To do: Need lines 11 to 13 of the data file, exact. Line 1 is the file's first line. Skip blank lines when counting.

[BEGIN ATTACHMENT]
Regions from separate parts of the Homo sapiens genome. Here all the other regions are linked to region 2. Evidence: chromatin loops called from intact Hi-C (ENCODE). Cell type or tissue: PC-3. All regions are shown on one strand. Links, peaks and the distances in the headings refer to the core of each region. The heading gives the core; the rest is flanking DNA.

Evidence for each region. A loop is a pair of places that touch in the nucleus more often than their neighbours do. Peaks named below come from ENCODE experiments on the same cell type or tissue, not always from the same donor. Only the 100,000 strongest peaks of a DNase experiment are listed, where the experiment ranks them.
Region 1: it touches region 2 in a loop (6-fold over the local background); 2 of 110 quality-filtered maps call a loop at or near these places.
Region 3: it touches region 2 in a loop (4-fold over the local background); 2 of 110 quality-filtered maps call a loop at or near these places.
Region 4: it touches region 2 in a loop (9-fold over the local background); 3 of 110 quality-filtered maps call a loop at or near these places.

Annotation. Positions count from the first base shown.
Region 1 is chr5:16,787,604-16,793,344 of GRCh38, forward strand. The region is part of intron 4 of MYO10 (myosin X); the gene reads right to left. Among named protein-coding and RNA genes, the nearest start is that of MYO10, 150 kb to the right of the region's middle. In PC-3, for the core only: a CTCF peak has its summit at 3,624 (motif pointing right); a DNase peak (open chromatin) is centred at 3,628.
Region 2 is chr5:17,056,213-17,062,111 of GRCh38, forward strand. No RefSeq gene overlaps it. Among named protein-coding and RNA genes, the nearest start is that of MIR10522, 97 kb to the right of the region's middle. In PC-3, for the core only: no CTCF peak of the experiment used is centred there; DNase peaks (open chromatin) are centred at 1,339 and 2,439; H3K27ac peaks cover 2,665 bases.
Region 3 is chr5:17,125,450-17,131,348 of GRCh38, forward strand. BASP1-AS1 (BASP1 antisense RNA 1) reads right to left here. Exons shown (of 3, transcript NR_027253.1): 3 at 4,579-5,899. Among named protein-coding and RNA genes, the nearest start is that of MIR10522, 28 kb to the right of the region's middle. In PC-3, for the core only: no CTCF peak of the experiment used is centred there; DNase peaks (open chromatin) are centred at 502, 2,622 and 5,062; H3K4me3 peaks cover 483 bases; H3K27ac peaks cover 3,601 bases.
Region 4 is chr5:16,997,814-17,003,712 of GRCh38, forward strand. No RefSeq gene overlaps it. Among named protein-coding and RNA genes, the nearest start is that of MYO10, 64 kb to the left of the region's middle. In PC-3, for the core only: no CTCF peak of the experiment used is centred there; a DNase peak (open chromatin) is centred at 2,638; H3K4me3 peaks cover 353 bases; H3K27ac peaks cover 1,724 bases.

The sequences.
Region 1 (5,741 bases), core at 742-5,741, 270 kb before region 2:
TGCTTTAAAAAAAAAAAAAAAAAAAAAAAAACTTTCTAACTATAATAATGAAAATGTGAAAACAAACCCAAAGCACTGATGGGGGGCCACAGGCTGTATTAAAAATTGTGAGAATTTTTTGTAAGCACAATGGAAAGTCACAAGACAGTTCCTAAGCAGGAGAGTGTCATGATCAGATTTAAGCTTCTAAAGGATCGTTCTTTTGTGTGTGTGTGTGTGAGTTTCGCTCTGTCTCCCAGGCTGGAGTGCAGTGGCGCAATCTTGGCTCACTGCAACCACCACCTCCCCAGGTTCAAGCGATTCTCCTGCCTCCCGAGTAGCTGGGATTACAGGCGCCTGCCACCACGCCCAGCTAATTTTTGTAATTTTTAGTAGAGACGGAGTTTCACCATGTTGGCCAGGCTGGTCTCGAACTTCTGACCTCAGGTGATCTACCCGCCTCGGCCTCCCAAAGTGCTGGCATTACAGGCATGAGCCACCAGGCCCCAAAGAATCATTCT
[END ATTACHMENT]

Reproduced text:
The sequences.
Region 1 (5,741 bases), core at 742-5,741, 270 kb before region 2:
TGCTTTAAAAAAAAAAAAAAAAAAAAAAAAACTTTCTAACTATAATAATGAAAATGTGAAAACAAACCCAAAGCACTGATGGGGGGCCACAGGCTGTATTAAAAATTGTGAGAATTTTTTGTAAGCACAATGGAAAGTCACAAGACAGTTCCTAAGCAGGAGAGTGTCATGATCAGATTTAAGCTTCTAAAGGATCGTTCTTTTGTGTGTGTGTGTGTGAGTTTCGCTCTGTCTCCCAGGCTGGAGTGCAGTGGCGCAATCTTGGCTCACTGCAACCACCACCTCCCCAGGTTCAAGCGATTCTCCTGCCTCCCGAGTAGCTGGGATTACAGGCGCCTGCCACCACGCCCAGCTAATTTTTGTAATTTTTAGTAGAGACGGAGTTTCACCATGTTGGCCAGGCTGGTCTCGAACTTCTGACCTCAGGTGATCTACCCGCCTCGGCCTCCCAAAGTGCTGGCATTACAGGCATGAGCCACCAGGCCCCAAAGAATCATTCT